Prevalence of bullying by gender and education in a city with high violence and migration in Mexico

Prevalencia de intimidación desglosada en función del sexo y la escolaridad en una ciudad mexicana con índices altos de violencia y migración

Prevalência de bullying por gênero e escolaridade em uma cidade com altos índices de violência e migração no México

Arnulfo Ramos-Jiménez Rosa P Hernández-Torres Miguel Murguía-Romero Rafael Villalobos-Molina About the authors

ABSTRACT

Objective

To understand the prevalence of bullying, by gender and educational level, in Ciudad Juárez, Mexico, a city with high rates of violence and migration.

Methods

This was a cross-sectional, observational study conducted in 2012 – 2014 using a questionnaire known as the Bullying-Mexican. A probabilistic multistage cluster-sampling method obtained a study sample of 2 347 students (10 – 27 years of age) from the 400 000 enrolled in grade 5 – university level at the 611 public schools in Ciudad Juárez. Bullying prevalence and frequency (never, rarely, sometimes, often, every day) were analyzed with descriptive statistics. The statistical differences between males and females was assessed using a chi-square test; associations between frequency and academic level were determined by correspondence analysis and the Spearman Rho correlation. A multinomial logistic regression was performed to analyze whether gender and academic level acted independently in the frequency of bullying.

Results

Bullying prevalence was reported by 38% of females and 47% of males: ‘only victim’ represented 8.7%; ‘only aggressor,’ 13.2%; and ‘victim and aggressor,’ 21%. At higher levels of education, bullying prevalence declined; however, at the university, prevalence increased in the last semesters. Mockery and social exclusion were the two most dominant types of bullying, followed by beating, threats, and punishment.

Conclusions

The prevalence of bullying in Ciudad Juárez public schools is among the highest compared to other random studies and surveys. Bullying diminishes with age and educational level.

Keywords
Bullying; aggression; violence; Mexico

RESUMEN

Objetivo

Comprender la prevalencia de intimidación o bullying, desglosada en función del sexo y el nivel de escolaridad, en Ciudad Juárez (México), ciudad con índices altos de violencia y migración.

Métodos

Este estudio transversal de observación se realizó entre el 2012 y el 2014 con el cuestionario mexicano sobre la intimidación (Bull-M). Tras aplicar el método probabilístico polietápico de muestreo por conglomerados, se obtuvo una muestra de 2 347 estudiantes (de 10 a 27 años) de los 400 000 matriculados entre el quinto grado y el nivel universitario en las 611 instituciones de educación pública de Ciudad Juárez. Se analizaron la prevalencia y la frecuencia de la intimidación (nunca, rara vez, a veces, a menudo, todos los días) mediante estadísticas descriptivas. Se evaluó la diferencia estadística entre los hombres y las mujeres con la prueba de la ji al cuadrado y se determinó la asociación entre la frecuencia y el nivel académico mediante el análisis de correspondencias y la correlación ro de Spearman (R). Se aplicó una regresión logística polinómica para analizar si el sexo y el nivel académico eran variables independientes respecto de la frecuencia de la intimidación.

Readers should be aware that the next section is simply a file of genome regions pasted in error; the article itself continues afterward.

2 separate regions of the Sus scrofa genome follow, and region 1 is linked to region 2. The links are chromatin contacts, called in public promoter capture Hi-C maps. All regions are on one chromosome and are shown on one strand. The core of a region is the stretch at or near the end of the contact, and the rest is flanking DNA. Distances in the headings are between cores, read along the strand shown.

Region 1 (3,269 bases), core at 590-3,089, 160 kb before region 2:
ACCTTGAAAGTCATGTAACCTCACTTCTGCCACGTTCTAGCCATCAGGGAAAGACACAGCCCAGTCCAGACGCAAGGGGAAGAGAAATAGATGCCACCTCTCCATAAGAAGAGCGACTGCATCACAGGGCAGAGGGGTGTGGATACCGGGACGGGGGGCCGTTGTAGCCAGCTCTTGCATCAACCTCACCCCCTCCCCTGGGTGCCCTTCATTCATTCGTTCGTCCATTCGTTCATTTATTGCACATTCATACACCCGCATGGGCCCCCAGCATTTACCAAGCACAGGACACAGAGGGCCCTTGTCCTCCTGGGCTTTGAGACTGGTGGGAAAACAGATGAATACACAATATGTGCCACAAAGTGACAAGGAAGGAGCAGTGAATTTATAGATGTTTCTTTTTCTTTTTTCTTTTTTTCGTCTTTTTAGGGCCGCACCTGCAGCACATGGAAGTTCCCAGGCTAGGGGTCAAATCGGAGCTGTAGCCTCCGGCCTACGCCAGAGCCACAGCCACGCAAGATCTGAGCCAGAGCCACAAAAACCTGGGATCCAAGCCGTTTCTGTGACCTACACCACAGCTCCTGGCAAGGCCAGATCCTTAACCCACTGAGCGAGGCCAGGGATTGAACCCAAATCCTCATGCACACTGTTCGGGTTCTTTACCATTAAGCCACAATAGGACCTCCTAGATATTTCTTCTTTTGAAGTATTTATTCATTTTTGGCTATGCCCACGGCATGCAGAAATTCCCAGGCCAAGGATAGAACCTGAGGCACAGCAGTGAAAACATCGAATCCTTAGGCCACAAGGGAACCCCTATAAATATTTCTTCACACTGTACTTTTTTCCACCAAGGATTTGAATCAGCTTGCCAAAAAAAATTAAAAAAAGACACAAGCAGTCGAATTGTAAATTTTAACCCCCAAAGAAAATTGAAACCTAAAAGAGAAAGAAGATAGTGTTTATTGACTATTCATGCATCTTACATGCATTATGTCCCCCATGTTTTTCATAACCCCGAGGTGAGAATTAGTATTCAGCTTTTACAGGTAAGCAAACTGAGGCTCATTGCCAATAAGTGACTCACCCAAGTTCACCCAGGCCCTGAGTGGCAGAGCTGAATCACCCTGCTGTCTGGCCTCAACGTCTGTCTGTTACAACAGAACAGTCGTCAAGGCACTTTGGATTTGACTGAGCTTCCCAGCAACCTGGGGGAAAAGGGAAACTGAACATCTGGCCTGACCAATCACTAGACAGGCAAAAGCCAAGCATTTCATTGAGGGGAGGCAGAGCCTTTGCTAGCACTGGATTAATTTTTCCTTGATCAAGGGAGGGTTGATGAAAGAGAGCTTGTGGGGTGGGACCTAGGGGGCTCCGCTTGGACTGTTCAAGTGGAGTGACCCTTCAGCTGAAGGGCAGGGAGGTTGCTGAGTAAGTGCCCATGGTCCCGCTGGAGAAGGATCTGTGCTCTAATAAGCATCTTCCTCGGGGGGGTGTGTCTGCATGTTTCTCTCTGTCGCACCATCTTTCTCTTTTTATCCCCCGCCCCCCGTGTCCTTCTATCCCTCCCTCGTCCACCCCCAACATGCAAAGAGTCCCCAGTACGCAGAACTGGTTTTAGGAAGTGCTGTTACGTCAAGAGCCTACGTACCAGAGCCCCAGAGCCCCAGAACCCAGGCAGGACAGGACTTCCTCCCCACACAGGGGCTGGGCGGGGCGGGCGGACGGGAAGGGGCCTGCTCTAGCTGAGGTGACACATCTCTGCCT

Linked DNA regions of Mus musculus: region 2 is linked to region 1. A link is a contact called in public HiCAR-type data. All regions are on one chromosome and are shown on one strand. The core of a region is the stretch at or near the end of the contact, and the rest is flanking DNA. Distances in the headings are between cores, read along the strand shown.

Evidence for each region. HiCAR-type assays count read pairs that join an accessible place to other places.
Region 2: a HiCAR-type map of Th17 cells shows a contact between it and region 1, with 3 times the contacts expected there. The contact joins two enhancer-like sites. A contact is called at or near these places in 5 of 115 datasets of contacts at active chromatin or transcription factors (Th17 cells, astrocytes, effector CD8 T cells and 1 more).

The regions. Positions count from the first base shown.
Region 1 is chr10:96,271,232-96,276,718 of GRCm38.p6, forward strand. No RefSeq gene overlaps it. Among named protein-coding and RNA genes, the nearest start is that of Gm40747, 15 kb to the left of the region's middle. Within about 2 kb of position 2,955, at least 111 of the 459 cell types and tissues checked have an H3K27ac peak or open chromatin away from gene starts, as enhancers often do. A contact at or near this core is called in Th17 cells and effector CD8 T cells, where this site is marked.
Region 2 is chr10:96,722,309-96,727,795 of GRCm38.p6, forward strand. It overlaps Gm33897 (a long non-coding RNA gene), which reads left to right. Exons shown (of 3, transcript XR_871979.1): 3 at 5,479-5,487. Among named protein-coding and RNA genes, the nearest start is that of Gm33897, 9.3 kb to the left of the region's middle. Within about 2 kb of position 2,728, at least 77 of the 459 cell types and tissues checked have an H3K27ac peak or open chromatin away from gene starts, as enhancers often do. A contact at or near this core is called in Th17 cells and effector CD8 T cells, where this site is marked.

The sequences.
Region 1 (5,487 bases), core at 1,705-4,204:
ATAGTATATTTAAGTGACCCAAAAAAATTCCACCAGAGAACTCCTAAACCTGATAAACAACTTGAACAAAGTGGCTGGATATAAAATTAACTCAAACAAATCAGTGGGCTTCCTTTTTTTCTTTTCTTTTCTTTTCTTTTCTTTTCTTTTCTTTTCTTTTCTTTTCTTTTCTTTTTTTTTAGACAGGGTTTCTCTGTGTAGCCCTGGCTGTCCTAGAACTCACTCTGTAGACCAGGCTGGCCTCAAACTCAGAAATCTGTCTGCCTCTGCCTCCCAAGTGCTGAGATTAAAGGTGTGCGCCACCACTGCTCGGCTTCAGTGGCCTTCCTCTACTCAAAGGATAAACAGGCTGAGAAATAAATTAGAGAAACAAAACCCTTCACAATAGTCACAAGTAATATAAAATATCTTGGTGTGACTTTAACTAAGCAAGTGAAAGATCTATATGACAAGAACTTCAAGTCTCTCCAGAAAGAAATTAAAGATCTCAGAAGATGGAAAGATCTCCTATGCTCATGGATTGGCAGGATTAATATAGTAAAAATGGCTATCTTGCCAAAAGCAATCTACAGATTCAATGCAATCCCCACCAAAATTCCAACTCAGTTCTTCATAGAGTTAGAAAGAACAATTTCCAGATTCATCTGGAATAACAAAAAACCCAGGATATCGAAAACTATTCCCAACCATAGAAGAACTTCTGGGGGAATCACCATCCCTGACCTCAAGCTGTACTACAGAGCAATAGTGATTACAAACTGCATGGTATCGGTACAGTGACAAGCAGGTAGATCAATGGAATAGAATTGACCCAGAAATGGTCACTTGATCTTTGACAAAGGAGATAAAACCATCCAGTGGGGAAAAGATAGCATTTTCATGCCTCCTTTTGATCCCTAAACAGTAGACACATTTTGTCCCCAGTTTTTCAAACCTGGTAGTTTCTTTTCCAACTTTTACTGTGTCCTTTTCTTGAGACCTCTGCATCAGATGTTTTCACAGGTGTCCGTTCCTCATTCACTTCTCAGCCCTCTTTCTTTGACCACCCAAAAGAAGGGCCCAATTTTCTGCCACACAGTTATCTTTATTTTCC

Resultados

La intimidación tuvo una prevalencia del 38% en las mujeres y del 47% en los hombres: refirieron ser “solo víctimas” el 8,7%; “solo agresores” el 13,2%; y “víctimas y agresores” el 21%. La prevalencia de la intimidación disminuye a medida que aumenta el nivel de escolaridad, aunque se registró un incremento en los últimos semestres de la universidad. Los dos tipos más predominantes de intimidación son la burla y la exclusión social, a los que siguen la agresión física, la amenaza y el castigo.

Conclusiones

La prevalencia de intimidación en las instituciones de educación pública de Ciudad Juárez se encuentra entre las más altas cuando se la compara con otros estudios y encuestas de diseño aleatorizado. La intimidación disminuye a medida que avanza la edad y aumenta el nivel de escolaridad.

Palabras clave
Acoso escolar; agresión; violencia; México

RESUMO

Objetivo

Compreender a prevalência de bullying, estratificada por gênero e escolaridade, em Ciudad Juárez, México, um município com altos índices de violência e migração.

Métodos

Estudo transversal observacional realizado em 2012-2014 usando o instrumento Bullying-Mexican. Utilizando um método probabilístico de amostragem multietápica por conglomerados, obteve-se uma amostra de 2 347 estudantes (10-27 anos de idade) do universo de 400 000 estudantes matriculados da 5ª série ao ensino superior nas 611 escolas públicas de Ciudad Juárez. A prevalência e frequência (nunca, raramente, às vezes, frequentemente, todos os dias) de bullying foram analisadas mediante estatísticas descritivas. A diferença estatística entre homens e mulheres foi avaliada através do teste qui-quadrado; associações entre frequência de bullying e escolaridade foram determinadas mediante análise de correspondência e coeficiente de correlação de Spearman (R). Foi realizada análise de regressão logística multinomial para determinar se gênero e escolaridade influenciaram independentemente a frequência de bullying.

Resultados

O bullying foi relatado por 38% das mulheres e 47% dos homens: 8,7% identificaram-se como “somente vítimas”, 13,2% como “somente agressor”, e 21% como “vítima e agressor”. Nos níveis mais altos de escolaridade, a prevalência de bullying foi menor; porém, no ensino superior, aumentou novamente nos últimos semestres. Assédio verbal e exclusão social foram os dois tipos mais comuns de bullying, seguidos de agressão física, ameaças e castigos.

Conclusões